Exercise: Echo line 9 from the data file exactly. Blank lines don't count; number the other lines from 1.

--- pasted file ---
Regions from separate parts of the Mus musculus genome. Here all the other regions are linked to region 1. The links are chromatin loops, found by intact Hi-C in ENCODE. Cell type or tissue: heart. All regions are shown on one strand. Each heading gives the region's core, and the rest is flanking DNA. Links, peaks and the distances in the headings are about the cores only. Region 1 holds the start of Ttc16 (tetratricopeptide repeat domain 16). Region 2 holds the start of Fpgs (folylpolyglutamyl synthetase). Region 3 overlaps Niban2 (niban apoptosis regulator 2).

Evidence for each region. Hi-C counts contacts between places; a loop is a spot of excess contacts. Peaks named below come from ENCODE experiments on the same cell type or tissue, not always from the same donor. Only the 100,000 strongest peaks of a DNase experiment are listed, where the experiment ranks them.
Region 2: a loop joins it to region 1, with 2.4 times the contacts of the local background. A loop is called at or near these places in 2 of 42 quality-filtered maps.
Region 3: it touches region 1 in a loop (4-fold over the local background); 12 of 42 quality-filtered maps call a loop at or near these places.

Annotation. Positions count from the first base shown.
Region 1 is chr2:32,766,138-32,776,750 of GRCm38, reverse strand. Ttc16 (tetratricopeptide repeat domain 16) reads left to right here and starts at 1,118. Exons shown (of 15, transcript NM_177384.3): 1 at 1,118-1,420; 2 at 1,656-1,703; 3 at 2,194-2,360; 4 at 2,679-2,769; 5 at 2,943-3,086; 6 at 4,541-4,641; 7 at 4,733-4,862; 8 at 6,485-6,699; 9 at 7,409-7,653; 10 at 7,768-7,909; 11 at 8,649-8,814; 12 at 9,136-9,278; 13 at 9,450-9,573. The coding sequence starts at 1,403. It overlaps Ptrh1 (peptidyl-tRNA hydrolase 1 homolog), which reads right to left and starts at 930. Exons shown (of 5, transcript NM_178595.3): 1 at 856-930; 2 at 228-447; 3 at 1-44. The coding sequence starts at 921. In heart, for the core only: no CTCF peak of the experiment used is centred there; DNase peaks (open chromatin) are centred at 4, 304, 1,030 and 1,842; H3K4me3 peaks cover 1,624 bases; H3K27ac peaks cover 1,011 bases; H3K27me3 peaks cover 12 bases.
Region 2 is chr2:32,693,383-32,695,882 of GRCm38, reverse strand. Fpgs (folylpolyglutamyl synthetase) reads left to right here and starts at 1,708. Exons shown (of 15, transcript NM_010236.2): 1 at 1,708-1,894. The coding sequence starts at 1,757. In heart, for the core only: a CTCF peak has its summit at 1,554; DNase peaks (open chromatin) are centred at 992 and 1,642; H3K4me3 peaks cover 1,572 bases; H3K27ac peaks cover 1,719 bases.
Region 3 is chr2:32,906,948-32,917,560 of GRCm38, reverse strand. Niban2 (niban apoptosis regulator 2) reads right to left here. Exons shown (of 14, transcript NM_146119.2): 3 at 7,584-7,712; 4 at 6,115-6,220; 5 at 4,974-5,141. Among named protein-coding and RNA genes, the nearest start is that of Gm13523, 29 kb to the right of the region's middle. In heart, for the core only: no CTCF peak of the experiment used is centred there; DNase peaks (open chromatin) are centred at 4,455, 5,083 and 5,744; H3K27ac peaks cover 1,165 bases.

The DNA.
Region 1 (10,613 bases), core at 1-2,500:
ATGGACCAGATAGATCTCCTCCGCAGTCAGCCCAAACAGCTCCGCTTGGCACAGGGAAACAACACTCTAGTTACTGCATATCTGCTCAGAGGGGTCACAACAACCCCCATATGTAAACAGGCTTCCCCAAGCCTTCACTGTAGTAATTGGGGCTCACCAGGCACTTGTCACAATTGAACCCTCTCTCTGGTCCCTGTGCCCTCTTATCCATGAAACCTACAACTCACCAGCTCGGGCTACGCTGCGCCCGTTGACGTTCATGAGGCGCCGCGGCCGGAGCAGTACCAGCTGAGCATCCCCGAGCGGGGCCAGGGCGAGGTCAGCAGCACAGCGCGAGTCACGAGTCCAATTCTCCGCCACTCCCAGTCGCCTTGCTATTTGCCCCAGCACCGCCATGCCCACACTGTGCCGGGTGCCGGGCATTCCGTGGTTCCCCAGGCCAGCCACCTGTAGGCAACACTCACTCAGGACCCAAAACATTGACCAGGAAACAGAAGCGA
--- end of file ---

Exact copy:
The DNA.